Data Protection Policy - Police Disclosures

These guidelines are intended to cover situations where the University receives requests from agencies connected with law enforcement for personal data about students, staff or other individuals whose information is held by the University. Usually, such requests will come from the police. However, other government agencies may also request data for law enforcement purposes, such as the Department for Work and Pensions, local authorities, HM Customs and Revenue and the Border and Immigration Agency.

Personal data held by the University have to be managed in accordance with the Data Protection Act 1998. In general, care should be taken to ensure that any disclosure meets the conditions for "fair and lawful" processing set down in the Act, and is done for a purpose which is covered by the University's Data Protection notification with the Information Commissioner.

However, the Data Protection Act includes exemptions which allow personal data to be disclosed to law enforcement agencies without the consent of the individual who is the subject of the data, and regardless of the purpose for which the data were originally gathered. In particular, personal data may be released if:

  • The information is required for safeguarding national security (Data Protection Act section 28); or
  • Failure to provide the data would prejudice the prevention or detection of crime, the apprehension or prosecution of offenders, or the assessment or collection of any tax or duty (Data Protection Act section 29(3)).

Before we release data to a law enforcement agency, we need to ensure that the information is being provided to a genuine and properly authorised investigation. If we are not satisfied that there are valid grounds for releasing the information, the Data Protection Act does not oblige us to do so. However, if we refuse to release the information, law enforcement agencies may obtain a court order requiring us to provide it.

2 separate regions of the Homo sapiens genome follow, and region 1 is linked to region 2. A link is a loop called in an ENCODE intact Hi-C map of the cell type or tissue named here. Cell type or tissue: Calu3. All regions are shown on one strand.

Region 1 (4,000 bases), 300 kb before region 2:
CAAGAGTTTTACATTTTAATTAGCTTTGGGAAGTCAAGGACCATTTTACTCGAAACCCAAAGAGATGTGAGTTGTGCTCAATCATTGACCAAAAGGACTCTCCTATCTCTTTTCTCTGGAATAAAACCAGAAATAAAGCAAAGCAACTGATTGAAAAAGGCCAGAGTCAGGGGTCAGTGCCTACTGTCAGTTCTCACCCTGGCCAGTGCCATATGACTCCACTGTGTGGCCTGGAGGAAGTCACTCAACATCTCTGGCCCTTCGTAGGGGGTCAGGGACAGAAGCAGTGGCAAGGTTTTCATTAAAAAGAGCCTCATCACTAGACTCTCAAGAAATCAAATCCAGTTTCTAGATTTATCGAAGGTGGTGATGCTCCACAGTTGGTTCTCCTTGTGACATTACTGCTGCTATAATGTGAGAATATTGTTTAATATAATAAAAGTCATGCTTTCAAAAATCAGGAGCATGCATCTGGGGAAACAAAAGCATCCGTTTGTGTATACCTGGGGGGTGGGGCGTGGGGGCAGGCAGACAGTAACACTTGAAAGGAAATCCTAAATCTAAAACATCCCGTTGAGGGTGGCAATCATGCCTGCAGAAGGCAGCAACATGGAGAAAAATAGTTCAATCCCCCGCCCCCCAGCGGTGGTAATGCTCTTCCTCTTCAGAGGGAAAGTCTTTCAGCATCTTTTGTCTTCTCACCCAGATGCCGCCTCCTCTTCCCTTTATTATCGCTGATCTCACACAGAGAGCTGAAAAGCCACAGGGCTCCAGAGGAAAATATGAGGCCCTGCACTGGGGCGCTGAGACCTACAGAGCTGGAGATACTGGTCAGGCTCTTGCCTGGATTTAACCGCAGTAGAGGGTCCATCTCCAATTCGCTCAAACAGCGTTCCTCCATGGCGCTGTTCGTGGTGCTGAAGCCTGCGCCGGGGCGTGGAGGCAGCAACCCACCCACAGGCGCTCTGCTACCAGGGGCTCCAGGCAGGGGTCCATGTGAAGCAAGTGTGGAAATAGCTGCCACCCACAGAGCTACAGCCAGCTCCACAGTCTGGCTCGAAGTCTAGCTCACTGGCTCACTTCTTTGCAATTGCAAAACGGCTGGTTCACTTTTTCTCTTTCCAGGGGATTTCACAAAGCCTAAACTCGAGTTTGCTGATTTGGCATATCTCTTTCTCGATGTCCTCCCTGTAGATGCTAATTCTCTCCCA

It is the University's policy to give reasonable assistance to the enquiries of Police Officers in connection with their duties. Police enquiries should normally be referred to the Data Protection Officer. It is normal practise for Police Officers to provide an official request (preferably on an official Data Protection Request Form) for specific information. The form should certify that the information is required for an investigation concerning national security, the prevention or detection of crime, or the apprehension or prosecution of offenders, and that the investigation would be prejudiced by a failure to disclose the information. This provides us with a legal basis for supplying the data under the Data Protection Act exemptions. The request must be authorised by an Inspector or above. The information provided to the Police must be relevant to the investigation and not excessive. Personal data which are necessary for a legitimate investigation will normally be released. 

Other law enforcement agencies may not use standard forms. However, any request should:

  • Be in writing, on headed paper, and signed by an officer of the agency.
  • Describe the nature of the information which is required.
  • Describe the nature of the investigation (e.g. citing any relevant statutory authority to obtain the information).
  • Certify that the information is necessary for the investigation.

If a properly completed form or letter is received, the data should normally be disclosed. However, remember that we can (and should) refuse to provide the information if we have reason to doubt that the request is genuine.

Copies of the form or letter used to request personal data, other correspondence with the law enforcement agency and a copy of any data released should be retained by the University for 6 years.

Questions or issues relating to written requests from law enforcement agencies should be directed to the Information Compliance Officer.

Emergency Situations

In the urgent and exceptional cases (i.e. cases where there are reasonable grounds for believing that an individual has become a danger to him/herself or others, or has committed/ is about to commit a crime) this may not be possible. In these cases, having established the identity of the Police officer, the person handling the enquiry may release the data directly, adhering to the following:

(a) If the enquirer is a Police Officer whose identity you have confirmed, and there are urgent reasons for releasing the data (‘life or death’ situations) then you may release the information

(b) Take a note of all the details (the student in question, the Police Officer's identity and contact details; the information requested; the reason given; and exactly what information was provided) and copy this (marked 'confidential’) to the Information Compliance Officer (FOI/DP). Chase up the relevant request form after the ‘emergency’, to keep a record on file.